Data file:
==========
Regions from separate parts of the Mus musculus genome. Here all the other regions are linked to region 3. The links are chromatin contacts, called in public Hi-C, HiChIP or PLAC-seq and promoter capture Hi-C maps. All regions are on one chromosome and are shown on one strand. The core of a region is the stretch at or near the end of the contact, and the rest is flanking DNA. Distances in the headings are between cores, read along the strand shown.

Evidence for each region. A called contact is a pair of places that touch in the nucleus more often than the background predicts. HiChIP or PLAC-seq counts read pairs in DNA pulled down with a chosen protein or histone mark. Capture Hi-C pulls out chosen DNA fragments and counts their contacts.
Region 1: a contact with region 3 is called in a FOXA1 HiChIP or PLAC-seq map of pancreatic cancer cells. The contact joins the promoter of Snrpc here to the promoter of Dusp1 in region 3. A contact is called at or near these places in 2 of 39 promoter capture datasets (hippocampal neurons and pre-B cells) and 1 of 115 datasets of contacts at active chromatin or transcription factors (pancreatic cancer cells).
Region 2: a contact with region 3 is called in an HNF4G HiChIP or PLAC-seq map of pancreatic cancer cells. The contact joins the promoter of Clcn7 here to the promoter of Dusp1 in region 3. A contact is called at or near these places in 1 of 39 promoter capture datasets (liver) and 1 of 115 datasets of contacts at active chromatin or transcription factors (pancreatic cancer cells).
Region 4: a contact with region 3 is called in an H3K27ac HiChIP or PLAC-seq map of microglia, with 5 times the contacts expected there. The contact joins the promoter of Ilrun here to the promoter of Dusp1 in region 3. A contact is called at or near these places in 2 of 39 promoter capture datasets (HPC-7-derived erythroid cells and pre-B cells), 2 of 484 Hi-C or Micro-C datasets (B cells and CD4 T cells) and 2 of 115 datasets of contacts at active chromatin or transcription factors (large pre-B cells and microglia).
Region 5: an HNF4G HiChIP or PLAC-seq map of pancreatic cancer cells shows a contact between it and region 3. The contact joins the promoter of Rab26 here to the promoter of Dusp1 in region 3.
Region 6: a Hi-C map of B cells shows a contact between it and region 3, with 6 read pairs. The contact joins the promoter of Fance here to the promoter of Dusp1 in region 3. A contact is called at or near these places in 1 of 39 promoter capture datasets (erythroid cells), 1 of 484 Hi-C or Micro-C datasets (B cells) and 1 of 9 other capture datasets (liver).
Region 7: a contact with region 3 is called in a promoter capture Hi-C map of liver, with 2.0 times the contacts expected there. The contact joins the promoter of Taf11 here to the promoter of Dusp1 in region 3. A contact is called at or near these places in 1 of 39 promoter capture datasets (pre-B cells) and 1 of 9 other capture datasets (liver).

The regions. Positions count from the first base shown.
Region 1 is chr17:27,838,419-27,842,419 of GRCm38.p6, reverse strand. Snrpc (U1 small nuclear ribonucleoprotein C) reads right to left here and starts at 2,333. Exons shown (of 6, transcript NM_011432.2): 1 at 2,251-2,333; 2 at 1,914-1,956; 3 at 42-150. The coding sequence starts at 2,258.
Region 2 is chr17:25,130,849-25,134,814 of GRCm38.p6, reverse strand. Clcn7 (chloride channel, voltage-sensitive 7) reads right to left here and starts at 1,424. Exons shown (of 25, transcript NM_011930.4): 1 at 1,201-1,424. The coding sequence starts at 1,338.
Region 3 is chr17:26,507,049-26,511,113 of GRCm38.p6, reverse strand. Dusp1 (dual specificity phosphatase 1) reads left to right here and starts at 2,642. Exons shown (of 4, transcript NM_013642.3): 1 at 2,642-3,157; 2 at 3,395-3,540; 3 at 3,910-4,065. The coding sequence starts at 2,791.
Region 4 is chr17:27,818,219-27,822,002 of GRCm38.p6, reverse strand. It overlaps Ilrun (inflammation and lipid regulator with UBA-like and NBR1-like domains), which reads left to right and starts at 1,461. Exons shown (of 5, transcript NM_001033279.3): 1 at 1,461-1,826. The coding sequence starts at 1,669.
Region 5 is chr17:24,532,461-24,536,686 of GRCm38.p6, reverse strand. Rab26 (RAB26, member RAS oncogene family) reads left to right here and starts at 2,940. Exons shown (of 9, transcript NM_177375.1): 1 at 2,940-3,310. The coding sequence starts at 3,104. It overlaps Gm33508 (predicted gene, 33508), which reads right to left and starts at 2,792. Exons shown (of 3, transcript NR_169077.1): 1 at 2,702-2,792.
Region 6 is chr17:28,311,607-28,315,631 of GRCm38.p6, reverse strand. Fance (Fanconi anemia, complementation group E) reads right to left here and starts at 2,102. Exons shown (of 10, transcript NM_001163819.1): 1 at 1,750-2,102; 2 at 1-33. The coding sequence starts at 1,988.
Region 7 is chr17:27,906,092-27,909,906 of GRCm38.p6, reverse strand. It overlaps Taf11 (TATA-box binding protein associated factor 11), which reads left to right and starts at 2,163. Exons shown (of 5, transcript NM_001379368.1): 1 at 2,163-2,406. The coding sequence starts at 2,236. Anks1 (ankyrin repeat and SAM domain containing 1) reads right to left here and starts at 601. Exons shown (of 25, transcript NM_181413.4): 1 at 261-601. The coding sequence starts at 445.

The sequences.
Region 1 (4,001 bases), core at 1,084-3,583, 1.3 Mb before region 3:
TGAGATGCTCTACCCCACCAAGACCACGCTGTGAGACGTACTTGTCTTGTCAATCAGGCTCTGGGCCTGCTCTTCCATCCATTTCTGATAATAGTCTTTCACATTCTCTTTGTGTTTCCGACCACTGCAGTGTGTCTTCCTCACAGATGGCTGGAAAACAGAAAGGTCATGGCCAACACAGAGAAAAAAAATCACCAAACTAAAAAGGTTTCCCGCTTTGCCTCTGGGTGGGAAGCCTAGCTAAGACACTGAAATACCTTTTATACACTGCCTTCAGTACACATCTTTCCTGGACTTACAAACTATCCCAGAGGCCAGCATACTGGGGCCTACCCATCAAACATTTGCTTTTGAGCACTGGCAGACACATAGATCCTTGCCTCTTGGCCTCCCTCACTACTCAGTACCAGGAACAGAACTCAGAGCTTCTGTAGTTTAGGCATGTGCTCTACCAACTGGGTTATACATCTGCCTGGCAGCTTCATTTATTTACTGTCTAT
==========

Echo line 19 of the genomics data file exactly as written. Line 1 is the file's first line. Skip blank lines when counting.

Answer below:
TGAGATGCTCTACCCCACCAAGACCACGCTGTGAGACGTACTTGTCTTGTCAATCAGGCTCTGGGCCTGCTCTTCCATCCATTTCTGATAATAGTCTTTCACATTCTCTTTGTGTTTCCGACCACTGCAGTGTGTCTTCCTCACAGATGGCTGGAAAACAGAAAGGTCATGGCCAACACAGAGAAAAAAAATCACCAAACTAAAAAGGTTTCCCGCTTTGCCTCTGGGTGGGAAGCCTAGCTAAGACACTGAAATACCTTTTATACACTGCCTTCAGTACACATCTTTCCTGGACTTACAAACTATCCCAGAGGCCAGCATACTGGGGCCTACCCATCAAACATTTGCTTTTGAGCACTGGCAGACACATAGATCCTTGCCTCTTGGCCTCCCTCACTACTCAGTACCAGGAACAGAACTCAGAGCTTCTGTAGTTTAGGCATGTGCTCTACCAACTGGGTTATACATCTGCCTGGCAGCTTCATTTATTTACTGTCTAT